Thursday, 6 June 2013

They'll let anyone in these days

   My wife and I are sitting in a waiting room at a Government office in a suburb of Birmingham. There is quite an air of camaraderie among the people waiting with us, an American businessman and an Indian couple about our age. This is a regional UK Border Agency office, and we are all here for the same reason: to apply for or renew a UK visa.
    It amuses me sometimes that people forget my wife, who hails from the other side of the Atlantic, is an immigrant. "But she's..." They pause, looking embarrassed. I want to complete their sentence for them: "White?", but don't.
    There's a lot of nonsense talked about immigration. From all sides, those on the left like to see talking nonsense on immigration as purely a right-wing issue but the fact is they're as guilty as anyone. With varying degrees of accuracy depending on whom you are talking to those pesky foreigners bring jobs, take jobs, take homes, cause chaos in hospitals, run hospitals, take all the benefits, pay half the taxes, do no work and do all the work. Politicians like to sound tough on immigration but hate to get involved with it while the immigrants themselves just want to get on with their lives.
    All of which brings me to us, sitting in that waiting room near Birmingham. Over the past decade and a half we've had to deal with the visa system several times. Each time it's happened a cheque has changed hands, but one thing's certain. I know every time we'll be paying twice as much as we did the last time for the same service.
    The politicians have hit on the perfect formula, you see. They stand up at a party conference and say they'll get tough on immigration. Rousing speech, standing ovation. The tabloid readers see that and go away happy, at last, they think, Something will be Done about illegal immigrants!
    Meanwhile those of us who have to deal with the system release a groan. We know what they'll really do, which is double the price for the legal immigrants. After all, going after illegal immigrants requires a bit of effort, and that's not what governments do!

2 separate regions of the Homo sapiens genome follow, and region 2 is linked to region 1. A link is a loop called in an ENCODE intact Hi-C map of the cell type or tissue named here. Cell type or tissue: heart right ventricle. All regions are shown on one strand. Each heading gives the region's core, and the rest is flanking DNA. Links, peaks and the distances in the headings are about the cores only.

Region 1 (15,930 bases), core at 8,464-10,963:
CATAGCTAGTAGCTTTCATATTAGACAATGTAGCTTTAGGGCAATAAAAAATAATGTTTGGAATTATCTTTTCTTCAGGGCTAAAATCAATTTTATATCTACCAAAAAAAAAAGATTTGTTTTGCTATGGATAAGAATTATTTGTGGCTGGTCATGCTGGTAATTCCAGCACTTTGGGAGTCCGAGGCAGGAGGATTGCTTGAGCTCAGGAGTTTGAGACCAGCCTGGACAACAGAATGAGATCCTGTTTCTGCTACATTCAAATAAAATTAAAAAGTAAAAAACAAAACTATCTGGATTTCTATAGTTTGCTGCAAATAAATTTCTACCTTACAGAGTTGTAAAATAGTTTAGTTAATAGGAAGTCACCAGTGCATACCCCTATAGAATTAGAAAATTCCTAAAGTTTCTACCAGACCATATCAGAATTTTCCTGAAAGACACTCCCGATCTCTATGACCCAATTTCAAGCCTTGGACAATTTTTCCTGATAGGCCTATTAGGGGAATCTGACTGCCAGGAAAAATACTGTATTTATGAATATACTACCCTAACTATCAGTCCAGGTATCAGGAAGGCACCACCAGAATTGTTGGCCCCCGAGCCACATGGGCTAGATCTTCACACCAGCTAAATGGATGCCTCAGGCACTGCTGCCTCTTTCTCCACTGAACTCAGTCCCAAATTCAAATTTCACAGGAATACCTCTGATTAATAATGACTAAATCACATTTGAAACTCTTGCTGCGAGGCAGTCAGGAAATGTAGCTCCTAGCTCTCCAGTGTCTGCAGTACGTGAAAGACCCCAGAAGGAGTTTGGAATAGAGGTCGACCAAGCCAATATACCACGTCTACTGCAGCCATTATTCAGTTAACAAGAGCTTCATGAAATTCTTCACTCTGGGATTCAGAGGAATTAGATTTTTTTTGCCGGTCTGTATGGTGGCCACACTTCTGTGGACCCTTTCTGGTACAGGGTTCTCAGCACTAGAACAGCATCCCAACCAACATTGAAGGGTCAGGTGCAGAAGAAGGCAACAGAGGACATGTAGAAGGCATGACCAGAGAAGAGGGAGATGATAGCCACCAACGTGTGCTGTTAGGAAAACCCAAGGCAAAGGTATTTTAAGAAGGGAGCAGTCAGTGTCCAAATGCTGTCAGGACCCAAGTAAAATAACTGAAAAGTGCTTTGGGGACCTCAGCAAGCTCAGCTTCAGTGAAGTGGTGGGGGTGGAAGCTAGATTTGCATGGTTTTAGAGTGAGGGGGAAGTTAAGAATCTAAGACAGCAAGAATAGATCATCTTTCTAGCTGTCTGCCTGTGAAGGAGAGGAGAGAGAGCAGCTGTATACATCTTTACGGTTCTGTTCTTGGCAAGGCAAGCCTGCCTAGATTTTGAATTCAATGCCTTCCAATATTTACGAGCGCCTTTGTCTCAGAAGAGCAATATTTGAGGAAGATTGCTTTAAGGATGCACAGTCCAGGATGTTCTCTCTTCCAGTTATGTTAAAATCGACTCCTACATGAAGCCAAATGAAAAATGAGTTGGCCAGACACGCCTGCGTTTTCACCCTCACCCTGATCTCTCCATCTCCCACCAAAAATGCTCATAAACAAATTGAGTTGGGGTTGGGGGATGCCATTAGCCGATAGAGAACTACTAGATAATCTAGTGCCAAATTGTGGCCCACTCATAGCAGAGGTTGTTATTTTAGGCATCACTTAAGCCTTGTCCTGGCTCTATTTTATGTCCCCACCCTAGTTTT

We wait long enough for the chairs to become uncomfortable, then my wife is summoned away to the two desks for document checks and biometrics. We go away for lunch, and on our return she's told her application is successful.
    I wish those from all sides who go on so much about immigration could spend a morning in that waiting room.


  1. I get that here, it's amazing how people don't actually realize what they are saying...

    (In English from a Dutch person)
    'Stace, what do you to all the foreigners coming here and stealing the jobs'

    'Actually, I quite like it...'

    It normally takes a few seconds for the penny to drop :)


  2. Notwithstanding and what you say is true but there are some illegal immigrants and also legal immigrants who are only here to get out of the system what they can, often by fraudulent means. I wasn't aware that anyone who marries a citizen of the UK (or anywhere else for that matter) was still obliged to apply for a visa or the renewal of same. There is an alternative isn't there? Would your wife still need a visa if she made herself a citizen of the UK? Perhaps she doesn't wish to do that.

    Shirley Anne x

  3. Interesting post, Jenny. I, together with a few other friends, have been helping a guy of Nigerian origin who has been living and working in the UK for decades. Someone in the civil service decided that his paperwork wasn't in order and he was 'informed' that he would be deported/repatriated (or whatever the politically correct term is). Thankfully, the story had a happy ending and he's been granted residence, but the process was nothing if not aggressive.

    But I guess our immigration laws are open to abuse and, as you say, it makes good politically-charged news. I just wish politicians and the Daily Mail would remember that there are real people at the sharp end of their policies, not just statistics.

  4. The immigration people are sometimes a law unto themselves with their decisions, aren't they.

    Even people marrying Brits need visas, they have to to stop marriages of convenience. Mrs. J fortunately has more than one avenue.

  5. Nice to know petty bureaucrats exist on both sides of the pond. (Not that I didn't know that, but it's always "nice" to be reminded that they're the same no matter where you are…)